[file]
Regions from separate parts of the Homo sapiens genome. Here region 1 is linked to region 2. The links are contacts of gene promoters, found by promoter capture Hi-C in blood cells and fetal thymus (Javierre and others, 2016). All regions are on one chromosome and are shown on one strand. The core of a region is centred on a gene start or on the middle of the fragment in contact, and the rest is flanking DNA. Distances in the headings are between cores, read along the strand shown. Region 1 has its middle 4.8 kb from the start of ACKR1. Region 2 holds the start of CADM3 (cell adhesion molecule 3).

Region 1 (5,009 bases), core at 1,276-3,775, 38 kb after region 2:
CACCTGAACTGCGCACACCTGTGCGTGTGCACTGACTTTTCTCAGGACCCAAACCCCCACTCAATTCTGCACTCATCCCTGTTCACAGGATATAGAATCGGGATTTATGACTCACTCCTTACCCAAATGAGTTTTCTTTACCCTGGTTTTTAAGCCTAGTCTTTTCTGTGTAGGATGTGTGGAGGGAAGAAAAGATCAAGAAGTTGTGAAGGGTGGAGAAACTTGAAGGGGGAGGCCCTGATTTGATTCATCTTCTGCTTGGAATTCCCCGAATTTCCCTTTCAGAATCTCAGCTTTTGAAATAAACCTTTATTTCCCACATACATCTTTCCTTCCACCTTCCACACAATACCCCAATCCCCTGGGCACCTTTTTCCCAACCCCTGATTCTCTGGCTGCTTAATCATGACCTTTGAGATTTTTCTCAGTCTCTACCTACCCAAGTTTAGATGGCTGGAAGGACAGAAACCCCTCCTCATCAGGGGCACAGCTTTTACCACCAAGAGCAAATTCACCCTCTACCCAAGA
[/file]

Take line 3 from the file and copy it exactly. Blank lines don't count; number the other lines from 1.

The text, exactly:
CACCTGAACTGCGCACACCTGTGCGTGTGCACTGACTTTTCTCAGGACCCAAACCCCCACTCAATTCTGCACTCATCCCTGTTCACAGGATATAGAATCGGGATTTATGACTCACTCCTTACCCAAATGAGTTTTCTTTACCCTGGTTTTTAAGCCTAGTCTTTTCTGTGTAGGATGTGTGGAGGGAAGAAAAGATCAAGAAGTTGTGAAGGGTGGAGAAACTTGAAGGGGGAGGCCCTGATTTGATTCATCTTCTGCTTGGAATTCCCCGAATTTCCCTTTCAGAATCTCAGCTTTTGAAATAAACCTTTATTTCCCACATACATCTTTCCTTCCACCTTCCACACAATACCCCAATCCCCTGGGCACCTTTTTCCCAACCCCTGATTCTCTGGCTGCTTAATCATGACCTTTGAGATTTTTCTCAGTCTCTACCTACCCAAGTTTAGATGGCTGGAAGGACAGAAACCCCTCCTCATCAGGGGCACAGCTTTTACCACCAAGAGCAAATTCACCCTCTACCCAAGA